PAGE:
The idea of wearing the same clothes every day has always been something I’ve been interested in, especially after becoming a minimalist over four years ago.
My day job inspired my ambition for wearing the same clothes every day. At work, I wear a uniform. I don’t have to think about what I have to wear, I just need to make sure my clothes are clean, and I’m good to go!
However, when I think about applying the same philosophy to my personal attire, I have my reservations, and I’m sure you do too.
That’s why in this post, I’m going to take a deep dive into why it is beneficial to wear the same clothes every day. We’ll also be looking at the common objections against integrating such a polarising system to your wardrobe.
If implementing a personal uniform is something you’ve been contemplating for a while, but haven’t dared to do it, this is the post for you. I should also mention that this philosophy applies to women as much as it pertains to men.
To build my argument, I think it’s important first to understand why humans wear clothes.
Note: we have since recorded a podcast episode breaking down our experiences with wearing the same clothes every day.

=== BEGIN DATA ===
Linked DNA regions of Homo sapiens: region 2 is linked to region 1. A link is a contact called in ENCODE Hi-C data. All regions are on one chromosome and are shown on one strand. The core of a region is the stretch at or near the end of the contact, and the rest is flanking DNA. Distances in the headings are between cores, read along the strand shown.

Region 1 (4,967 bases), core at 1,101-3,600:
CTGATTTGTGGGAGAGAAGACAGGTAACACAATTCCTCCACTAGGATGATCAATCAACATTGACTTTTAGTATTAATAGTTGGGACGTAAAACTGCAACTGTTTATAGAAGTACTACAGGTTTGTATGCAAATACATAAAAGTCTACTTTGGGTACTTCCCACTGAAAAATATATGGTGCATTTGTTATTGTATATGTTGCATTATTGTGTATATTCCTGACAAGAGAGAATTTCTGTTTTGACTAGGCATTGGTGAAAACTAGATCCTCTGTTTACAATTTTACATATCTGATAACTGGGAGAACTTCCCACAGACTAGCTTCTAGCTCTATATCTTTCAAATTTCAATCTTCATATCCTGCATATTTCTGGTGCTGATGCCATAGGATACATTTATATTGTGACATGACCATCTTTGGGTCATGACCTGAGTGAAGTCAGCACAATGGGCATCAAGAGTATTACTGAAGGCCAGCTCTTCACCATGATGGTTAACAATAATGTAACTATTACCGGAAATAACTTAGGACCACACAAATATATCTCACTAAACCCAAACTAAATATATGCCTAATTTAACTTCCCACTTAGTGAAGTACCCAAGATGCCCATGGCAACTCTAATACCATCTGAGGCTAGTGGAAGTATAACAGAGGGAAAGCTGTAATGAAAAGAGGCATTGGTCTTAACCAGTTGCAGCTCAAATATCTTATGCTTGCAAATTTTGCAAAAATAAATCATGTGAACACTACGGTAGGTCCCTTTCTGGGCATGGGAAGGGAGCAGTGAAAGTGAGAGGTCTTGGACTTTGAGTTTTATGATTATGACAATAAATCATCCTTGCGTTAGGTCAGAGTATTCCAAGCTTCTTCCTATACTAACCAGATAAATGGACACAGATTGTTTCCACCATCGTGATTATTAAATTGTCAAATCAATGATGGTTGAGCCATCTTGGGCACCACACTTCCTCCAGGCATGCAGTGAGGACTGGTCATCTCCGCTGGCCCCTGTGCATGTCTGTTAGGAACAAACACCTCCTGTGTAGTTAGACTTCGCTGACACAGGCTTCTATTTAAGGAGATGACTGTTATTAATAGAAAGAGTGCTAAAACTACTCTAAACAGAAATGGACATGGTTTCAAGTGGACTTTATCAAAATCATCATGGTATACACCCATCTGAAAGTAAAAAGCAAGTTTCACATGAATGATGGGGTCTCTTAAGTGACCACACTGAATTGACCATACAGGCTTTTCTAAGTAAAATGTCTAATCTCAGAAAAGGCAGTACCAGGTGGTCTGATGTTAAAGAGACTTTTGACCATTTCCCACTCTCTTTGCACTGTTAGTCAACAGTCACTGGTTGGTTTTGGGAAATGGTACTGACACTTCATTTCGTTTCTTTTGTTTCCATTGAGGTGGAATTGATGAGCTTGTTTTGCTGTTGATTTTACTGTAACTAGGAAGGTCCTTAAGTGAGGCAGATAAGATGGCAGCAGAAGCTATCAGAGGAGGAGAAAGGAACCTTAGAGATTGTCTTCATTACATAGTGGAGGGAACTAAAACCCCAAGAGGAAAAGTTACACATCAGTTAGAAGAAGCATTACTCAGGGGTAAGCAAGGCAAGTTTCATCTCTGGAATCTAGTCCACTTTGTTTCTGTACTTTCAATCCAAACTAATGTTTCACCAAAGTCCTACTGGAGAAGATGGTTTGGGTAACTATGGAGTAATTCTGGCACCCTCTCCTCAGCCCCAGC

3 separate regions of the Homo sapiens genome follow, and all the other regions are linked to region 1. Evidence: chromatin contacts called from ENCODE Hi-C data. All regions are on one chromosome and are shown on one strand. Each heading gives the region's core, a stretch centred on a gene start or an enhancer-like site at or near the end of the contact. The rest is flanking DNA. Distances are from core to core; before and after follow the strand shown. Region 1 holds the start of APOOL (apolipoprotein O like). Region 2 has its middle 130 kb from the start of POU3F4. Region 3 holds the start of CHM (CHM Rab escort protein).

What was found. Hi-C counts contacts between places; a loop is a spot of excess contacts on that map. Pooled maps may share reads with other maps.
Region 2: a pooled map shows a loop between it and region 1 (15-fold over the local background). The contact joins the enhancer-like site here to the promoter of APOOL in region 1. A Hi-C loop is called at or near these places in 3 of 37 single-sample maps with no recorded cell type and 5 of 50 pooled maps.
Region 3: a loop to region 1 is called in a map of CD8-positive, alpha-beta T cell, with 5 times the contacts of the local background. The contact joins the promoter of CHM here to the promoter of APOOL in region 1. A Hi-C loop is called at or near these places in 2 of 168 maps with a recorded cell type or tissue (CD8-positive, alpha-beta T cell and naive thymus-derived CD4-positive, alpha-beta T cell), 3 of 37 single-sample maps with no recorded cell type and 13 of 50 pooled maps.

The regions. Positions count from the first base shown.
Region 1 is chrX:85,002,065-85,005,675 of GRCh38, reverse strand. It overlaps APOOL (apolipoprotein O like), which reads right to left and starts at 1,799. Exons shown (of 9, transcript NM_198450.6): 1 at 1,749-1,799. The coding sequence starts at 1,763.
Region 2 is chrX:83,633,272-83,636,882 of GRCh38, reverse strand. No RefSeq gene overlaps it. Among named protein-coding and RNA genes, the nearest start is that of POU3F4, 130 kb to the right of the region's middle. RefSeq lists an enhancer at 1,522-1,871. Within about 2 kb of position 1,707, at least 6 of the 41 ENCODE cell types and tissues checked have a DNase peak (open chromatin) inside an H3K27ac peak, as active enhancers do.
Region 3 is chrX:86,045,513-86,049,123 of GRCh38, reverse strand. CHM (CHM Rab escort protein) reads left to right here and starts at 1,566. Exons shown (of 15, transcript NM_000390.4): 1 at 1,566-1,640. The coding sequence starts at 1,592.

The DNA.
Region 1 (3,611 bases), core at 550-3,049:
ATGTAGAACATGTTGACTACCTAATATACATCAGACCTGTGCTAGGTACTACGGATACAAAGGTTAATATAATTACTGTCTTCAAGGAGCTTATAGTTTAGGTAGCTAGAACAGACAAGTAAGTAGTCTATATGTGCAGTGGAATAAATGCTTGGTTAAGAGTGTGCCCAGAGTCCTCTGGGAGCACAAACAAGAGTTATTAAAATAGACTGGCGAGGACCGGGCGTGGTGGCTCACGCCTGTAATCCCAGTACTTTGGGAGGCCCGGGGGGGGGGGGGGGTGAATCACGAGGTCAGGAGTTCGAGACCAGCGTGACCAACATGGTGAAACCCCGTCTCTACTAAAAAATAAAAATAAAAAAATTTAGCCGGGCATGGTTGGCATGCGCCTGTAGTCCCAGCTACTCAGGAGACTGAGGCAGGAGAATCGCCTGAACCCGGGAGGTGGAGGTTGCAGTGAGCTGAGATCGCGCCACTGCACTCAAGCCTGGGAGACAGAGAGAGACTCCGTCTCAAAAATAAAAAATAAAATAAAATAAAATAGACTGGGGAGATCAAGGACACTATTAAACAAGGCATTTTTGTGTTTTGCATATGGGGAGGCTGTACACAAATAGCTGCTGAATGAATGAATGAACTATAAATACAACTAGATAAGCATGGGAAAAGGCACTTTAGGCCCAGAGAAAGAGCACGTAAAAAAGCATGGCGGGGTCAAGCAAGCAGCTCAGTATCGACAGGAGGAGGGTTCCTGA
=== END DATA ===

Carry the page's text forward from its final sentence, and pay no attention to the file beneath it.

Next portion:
Why do humans wear clothes?
When born, humans are naked. Being naked is our most natural form. But moments after birth, we are wrapped up in cloth and from this point on we wear clothes every day.
It’s interesting to note that we are the only species that willingly wears clothes.
When did this obsession with clothing begin?
According to the BBC, clothes do not fossilise, so we cannot get direct evidence for the time humans stopped being naked and started wearing animal furs and skin.
However using indirect methods of research, a lice study showed that it was only 170,000 years ago when it all began.
In hot climates such as Africa, humans happily walked around naked. But in colder climates, as sentient beings lost natural body hair, it became necessary to wear clothes to protect against freezing conditions.